Dawn smiled even broader. This was her first time in a private jet, and she was enjoying the royal treatment and faint sense of excitement. At the same time, however, there was also something very curious about the circumstances of their sudden flight. Associates of Gil, a group called The Patrons, but of whom Dawn had never even heard before today, had dispatched a state-of-the-art corporate jet to pick both of them up and fly them to an isolated location in the Idaho wilderness. There had been no indication that these Patrons were interested in Gil's affairs or his private agenda. Just that he was to drop everything and hustle out to Idaho at their beck and call.
Dawn had jokingly referred to the trip as a "command performance", and much to her surprise, Gil had agreed that such was an appropriate description. For a man that Dawn considered to be one of the most independent individuals she had ever met -- a man who consistently marched to the beat of his own drummer -- she was amazed that he might now be following the marching orders of others. They had even been planning a business trip to Los Angeles and Mexico, but one which now had to be postponed, adding still more ingredients to the mystery.
There was also the curious aspect that -- for some unexplained reason -- Dawn was accompanying her boss by specific invitation of her future hosts. Furthermore, there was the subtle hint that her inclusion was for the purpose of approval -- as if she were being taken home to meet the family. Meeting the parents might have been bad enough, but this "family" seemed to include parents, a grandparent or two, seven or eight brothers and sisters, what was surely dozens of cousins, and just quite possibly, the local Mafia-style, chain-letter gang. This portion of the trip made her decidedly nervous. Dawn did not like to be judged or analyzed!
As she watched her boss and potential mentor, his hands folded serenely across his lap, Dawn began to gently listen for his thoughts, to somehow tune in to their very immediate future.
She had always had an ability to sense, to intuit, and to deeply probe the minds and emotions of others around her. It was not so much some extraordinary form of telepathy, but rather an ability to feel and be aware of another's most fleeting emotions. As a child, she had assumed everyone was connected with everyone else in just such a manner. But as an adult, she had become aware of her uniqueness, her exceptional ability to probe into the thoughts and feeling of others to a depth where few other people could ever hope to plunge. It was a talent which had saved her more than once.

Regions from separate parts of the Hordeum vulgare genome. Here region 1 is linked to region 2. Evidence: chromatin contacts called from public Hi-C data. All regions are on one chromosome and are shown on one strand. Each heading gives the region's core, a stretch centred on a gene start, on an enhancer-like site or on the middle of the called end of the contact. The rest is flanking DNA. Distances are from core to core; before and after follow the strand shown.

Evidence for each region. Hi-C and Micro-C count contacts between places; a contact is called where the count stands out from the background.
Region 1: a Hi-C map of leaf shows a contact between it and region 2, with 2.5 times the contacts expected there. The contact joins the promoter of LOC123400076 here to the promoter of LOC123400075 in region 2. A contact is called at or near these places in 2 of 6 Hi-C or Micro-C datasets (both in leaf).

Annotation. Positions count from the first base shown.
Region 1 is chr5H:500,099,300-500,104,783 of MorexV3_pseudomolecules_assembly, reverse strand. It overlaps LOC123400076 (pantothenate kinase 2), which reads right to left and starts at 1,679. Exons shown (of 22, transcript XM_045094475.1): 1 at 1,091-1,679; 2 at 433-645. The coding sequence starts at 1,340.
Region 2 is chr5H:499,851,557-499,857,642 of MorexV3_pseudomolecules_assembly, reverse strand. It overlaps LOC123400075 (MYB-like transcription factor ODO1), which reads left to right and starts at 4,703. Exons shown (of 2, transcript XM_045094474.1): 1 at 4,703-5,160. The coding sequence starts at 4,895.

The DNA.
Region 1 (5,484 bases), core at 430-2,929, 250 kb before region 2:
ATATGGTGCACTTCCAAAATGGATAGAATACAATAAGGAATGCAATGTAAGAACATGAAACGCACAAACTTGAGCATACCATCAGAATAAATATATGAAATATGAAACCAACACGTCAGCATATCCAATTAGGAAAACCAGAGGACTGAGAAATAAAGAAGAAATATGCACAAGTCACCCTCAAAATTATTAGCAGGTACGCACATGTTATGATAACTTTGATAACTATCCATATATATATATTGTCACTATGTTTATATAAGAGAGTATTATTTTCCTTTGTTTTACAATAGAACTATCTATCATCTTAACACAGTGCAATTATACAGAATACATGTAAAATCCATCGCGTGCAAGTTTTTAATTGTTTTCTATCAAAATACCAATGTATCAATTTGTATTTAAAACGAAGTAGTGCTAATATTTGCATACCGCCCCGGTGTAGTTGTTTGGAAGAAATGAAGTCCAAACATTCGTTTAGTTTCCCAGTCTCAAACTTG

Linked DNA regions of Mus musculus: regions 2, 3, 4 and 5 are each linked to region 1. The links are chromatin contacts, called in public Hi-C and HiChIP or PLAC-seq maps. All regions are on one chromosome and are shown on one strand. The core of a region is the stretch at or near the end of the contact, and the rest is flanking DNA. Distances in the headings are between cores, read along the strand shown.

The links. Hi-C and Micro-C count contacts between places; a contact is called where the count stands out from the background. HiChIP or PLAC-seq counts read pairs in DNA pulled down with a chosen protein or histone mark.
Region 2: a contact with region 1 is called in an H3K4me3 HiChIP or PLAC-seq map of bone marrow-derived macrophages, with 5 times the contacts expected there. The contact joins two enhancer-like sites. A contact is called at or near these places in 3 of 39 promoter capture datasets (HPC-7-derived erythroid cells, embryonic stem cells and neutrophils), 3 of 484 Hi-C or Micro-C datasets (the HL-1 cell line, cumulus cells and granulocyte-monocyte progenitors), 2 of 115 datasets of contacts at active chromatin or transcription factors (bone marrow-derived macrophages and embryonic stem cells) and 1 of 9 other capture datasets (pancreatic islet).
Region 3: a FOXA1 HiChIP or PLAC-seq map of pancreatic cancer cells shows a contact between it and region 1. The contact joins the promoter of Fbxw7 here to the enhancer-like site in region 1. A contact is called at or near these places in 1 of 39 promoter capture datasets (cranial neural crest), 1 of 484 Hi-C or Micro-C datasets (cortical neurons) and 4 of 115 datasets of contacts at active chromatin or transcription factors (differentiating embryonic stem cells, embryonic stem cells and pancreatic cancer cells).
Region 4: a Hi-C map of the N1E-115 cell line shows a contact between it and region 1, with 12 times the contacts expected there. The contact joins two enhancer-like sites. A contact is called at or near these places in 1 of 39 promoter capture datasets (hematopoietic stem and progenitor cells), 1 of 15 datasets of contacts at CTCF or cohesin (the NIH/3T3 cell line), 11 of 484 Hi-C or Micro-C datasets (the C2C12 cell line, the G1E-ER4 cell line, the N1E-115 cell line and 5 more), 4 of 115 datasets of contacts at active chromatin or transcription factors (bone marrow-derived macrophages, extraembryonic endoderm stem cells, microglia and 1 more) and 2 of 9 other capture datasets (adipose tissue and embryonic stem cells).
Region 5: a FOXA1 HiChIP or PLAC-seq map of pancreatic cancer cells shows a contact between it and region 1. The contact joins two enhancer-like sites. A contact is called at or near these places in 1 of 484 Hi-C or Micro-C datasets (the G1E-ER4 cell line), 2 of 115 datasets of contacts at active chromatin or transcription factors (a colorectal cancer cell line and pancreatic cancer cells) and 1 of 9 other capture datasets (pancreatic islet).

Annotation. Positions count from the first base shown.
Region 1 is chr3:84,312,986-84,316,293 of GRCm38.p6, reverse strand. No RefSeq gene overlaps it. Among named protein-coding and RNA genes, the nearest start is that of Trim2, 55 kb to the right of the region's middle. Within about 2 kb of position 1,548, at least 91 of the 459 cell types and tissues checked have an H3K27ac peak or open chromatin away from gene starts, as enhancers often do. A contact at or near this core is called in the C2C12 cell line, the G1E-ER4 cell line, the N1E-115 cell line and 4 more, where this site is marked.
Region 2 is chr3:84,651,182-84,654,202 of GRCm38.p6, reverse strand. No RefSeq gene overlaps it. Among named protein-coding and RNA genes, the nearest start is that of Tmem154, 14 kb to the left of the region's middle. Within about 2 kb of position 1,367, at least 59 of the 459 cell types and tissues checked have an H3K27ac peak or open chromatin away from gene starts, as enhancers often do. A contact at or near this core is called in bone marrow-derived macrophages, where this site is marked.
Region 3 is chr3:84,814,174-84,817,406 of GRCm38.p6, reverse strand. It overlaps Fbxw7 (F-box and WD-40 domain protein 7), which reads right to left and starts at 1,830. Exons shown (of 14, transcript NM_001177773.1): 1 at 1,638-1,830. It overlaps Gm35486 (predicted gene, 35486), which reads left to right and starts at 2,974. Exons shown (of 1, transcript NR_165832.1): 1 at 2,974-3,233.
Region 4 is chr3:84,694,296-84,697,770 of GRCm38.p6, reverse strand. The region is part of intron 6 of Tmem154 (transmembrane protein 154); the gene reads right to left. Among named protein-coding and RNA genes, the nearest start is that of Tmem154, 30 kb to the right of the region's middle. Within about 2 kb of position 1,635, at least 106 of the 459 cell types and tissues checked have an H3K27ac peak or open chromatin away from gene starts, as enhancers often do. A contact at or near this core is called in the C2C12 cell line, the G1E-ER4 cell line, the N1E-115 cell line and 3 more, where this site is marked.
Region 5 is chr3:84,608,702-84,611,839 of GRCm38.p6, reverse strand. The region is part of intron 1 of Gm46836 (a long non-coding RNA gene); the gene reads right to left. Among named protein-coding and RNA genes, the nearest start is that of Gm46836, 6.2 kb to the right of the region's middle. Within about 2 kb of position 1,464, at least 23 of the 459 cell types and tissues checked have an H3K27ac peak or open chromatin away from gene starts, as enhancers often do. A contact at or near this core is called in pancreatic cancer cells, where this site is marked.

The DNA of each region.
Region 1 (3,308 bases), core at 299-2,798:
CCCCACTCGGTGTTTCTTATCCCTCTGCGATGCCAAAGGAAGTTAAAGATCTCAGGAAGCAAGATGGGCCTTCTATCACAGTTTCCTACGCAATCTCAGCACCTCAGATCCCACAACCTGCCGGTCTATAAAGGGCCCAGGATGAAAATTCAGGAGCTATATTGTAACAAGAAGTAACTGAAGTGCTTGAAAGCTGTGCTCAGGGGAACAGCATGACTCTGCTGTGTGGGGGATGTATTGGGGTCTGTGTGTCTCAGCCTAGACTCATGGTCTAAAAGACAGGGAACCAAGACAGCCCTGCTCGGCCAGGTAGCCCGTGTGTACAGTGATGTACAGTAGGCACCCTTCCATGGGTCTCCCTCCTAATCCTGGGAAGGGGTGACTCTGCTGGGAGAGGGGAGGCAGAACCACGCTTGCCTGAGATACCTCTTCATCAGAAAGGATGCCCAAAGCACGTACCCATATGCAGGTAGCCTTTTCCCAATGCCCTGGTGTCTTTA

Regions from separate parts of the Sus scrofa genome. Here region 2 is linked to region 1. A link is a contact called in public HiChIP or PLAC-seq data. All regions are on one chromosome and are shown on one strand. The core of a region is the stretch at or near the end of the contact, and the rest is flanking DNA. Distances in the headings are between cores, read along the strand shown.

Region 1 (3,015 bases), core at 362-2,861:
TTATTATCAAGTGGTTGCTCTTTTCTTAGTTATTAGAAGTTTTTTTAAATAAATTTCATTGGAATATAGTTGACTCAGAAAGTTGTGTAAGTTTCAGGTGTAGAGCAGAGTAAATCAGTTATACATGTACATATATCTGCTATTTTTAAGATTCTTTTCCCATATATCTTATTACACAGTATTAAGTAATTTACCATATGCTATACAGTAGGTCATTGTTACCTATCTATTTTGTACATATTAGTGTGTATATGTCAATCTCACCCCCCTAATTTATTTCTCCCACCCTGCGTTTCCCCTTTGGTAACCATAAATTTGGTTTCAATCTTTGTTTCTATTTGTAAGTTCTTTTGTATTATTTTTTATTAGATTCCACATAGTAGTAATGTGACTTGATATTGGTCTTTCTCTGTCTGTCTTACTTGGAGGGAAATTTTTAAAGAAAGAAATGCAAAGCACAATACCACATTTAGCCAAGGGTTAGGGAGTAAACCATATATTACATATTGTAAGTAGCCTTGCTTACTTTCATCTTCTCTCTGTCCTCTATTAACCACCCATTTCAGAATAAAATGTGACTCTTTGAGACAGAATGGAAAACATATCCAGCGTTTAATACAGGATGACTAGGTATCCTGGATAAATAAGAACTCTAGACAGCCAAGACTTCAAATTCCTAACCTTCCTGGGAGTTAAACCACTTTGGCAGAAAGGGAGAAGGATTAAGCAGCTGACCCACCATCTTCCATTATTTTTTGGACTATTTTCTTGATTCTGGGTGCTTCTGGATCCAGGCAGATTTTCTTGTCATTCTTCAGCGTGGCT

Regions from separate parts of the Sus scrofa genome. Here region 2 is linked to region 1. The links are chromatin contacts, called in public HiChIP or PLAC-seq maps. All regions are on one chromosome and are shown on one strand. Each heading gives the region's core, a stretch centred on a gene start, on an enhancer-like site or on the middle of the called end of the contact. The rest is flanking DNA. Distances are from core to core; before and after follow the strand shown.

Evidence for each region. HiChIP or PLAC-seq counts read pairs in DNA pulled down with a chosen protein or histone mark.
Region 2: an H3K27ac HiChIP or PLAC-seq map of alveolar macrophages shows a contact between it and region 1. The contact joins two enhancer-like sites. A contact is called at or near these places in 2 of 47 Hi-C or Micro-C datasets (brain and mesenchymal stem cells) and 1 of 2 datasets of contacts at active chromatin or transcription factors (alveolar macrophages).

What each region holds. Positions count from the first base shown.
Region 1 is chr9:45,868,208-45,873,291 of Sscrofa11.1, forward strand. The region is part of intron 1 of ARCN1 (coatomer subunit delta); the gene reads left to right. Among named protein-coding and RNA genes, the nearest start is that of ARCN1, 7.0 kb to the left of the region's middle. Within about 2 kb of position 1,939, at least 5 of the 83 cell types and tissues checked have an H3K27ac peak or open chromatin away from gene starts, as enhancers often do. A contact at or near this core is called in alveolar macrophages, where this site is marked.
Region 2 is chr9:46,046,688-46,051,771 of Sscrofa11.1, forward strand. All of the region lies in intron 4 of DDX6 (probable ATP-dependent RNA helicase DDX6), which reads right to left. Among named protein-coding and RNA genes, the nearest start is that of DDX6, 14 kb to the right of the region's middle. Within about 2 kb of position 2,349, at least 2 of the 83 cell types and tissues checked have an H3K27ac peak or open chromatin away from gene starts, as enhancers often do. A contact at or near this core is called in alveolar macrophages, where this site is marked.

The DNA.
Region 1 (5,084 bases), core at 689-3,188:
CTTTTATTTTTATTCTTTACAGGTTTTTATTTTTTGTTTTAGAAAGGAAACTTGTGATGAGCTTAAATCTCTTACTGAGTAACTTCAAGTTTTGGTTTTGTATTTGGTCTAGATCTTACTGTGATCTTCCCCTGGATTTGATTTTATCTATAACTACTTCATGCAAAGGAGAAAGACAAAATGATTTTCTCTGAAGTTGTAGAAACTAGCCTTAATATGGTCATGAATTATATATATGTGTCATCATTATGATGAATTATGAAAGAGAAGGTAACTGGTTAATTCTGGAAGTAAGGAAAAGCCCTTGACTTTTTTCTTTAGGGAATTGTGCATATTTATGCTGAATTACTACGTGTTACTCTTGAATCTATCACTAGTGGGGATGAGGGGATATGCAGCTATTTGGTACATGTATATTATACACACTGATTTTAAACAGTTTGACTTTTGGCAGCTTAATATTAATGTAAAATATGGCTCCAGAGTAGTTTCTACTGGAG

But before she could begin to feel his thoughts, Gil began to stir, opening his eyes until he could see her clearly. It was then that the hint of a smile managed to find its place onto his lips.
"Good morning," Dawn said. "I trust you had pleasant dreams."
Gil looked at her for a split second, before answering. "None that I expect to write in my journal." He continued to look at her, as if he might be harboring some notable confidence.
Dawn decided not to delve further into that line of thinking (one which might ultimately be embarrassing to her), and promptly changed the topic of conversation. "Can I get you anything?"
Gil seemed agreeable to the change of conversation as well. "Yes, as a matter of fact. I need to brief you on our upcoming visit to Lake Mach. And the parts we each have to play. If you could locate my briefcase..."
"It's stowed in the rear. I'll get it."
Standing up, walking aft, and retrieving a briefcase from an easily accessible storage bin would have seemed a simple enough activity. But in the typical fashion of the best laid plans of mice and men all going merrily astray (as well as the spontaneous planning of women), no such simple activity was likely. For just as Dawn stood up, the aircraft rolled slightly. This caused her to momentarily bump against the small collapsible table situated between the two seats. The table promptly folded in on itself, and in the process dumped the entire contents of the two carefully stowed drinks directly onto Gil's lap and inner thighs. True to form, Dawn’s maladroit quality with its specific gift for the clumsy and hysterical, had resurrected itself. Her only saving grace on this particular occasion was that she herself avoided the direct results of her lack of deft manipulation of the world. However, Gil's midsection was drenched with liquid even while Dawn was being left high and dry.